I grew up in the Fifties. If you were White and your family had made it into the middle class, as mine had [my father was a high school teacher and my mother was a secretary], it was a comfortable time. But if you had leftie leanings [which I inherited from my socialist grandfather], there was one problem: a serious shortage of role models. By an accident of history, most of the young American leftwing intellectuals from the Thirties had taken a sharp turn to the right by the time I was paying serious attention to politics. Despite the excitement of the Spanish Civil War and the Abraham Lincoln Brigade, world events had soured American radicals on communism, and by extension, on Marx, socialism, and all that other good stuff.
If it wasn't the Moscow Show Trials, it was the Molotov/Ribbentrop Pact, and if it wasn't the Molotov/Ribbentrop Pact, it was the Cold War, and if it wasn't the Cold War, it was Israel. Whatever the reason, by the time I came along, there were precious few grown-up mature seriously adult radicals on whom young people like me could model ourselves. Even Sidney Hook, who had sat with my father, my uncle Bob, and Ernest Nagel at the Norman Thomas socialist table in the CCNY lunchroom, had turned hard right. [Each fraction of the left had its own table in the lunchroom. Since the tables were small, it was fortunate that the Left had splintered into innumerable tiny mutually antagonistic fragments.]
Oh, there was William Appleman Williams, way out in the Midwest, and a Canadian, C. B. Macpherson, and there were of course the editors of the Monthly Review, Paul Sweezy and Leo Huberman, who for some reason did not inspire young wannabes like me. But there seemed to be a genetically encoded law of nature that to grow old was to move to the political Right. Like graying hair and sagging pecs.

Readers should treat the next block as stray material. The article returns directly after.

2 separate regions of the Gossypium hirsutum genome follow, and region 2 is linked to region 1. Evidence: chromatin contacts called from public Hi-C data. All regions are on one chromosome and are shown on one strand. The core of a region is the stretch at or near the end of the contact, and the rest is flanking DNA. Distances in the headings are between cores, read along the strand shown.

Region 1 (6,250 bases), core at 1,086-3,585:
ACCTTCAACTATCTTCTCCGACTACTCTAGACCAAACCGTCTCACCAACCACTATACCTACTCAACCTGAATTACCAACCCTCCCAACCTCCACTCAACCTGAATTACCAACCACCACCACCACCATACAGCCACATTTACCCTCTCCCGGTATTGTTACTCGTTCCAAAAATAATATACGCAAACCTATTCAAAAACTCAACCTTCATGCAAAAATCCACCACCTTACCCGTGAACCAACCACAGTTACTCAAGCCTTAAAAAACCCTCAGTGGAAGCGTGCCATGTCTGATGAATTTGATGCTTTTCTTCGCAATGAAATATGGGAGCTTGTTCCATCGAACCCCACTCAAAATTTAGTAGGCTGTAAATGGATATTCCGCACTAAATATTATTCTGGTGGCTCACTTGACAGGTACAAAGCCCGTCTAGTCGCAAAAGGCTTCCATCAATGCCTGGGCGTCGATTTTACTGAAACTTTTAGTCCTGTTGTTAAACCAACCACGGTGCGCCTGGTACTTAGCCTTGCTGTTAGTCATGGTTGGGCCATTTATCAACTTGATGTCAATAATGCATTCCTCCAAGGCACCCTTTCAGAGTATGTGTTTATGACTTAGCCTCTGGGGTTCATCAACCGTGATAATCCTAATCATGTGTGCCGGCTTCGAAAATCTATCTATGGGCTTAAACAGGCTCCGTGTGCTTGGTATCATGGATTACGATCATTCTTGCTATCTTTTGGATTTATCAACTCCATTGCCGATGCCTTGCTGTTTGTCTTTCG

That is why Herbert Marcuse was such a big bit in the Sixties. Nobody actually had any idea what he was talking about, but he just smelled intractably radical, and he was undeniably old -- ancient, even. It gave us something to aim for.
By the time the Sixties really got started, I was a tenured senior professor at Columbia, a member of the older generation by rank if not by age. I conceived it as my generational obligation to demonstrate to young people, by my personal example, that it really was possible to grow old while keeping faith with the rebellions of one's youth.
Nowadays, there are lots of us aging lefties -- one of them is even running for President. We crop up in commune-like gatherings in Berkeley or Hyde Park or Greenwich Village, or in such unlikely places as Madison, Wisconsin, Carrboro, North Carolina, and Austin, Texas. The men wear what remains of their hair in ponytails and the women eschew makeup. There have even been TV Sitcoms about aging hippies with embarrassed conservative children.
Why do I blog? Well, one reason is to reassure those just coming up that it really is possible to grow old without finking out.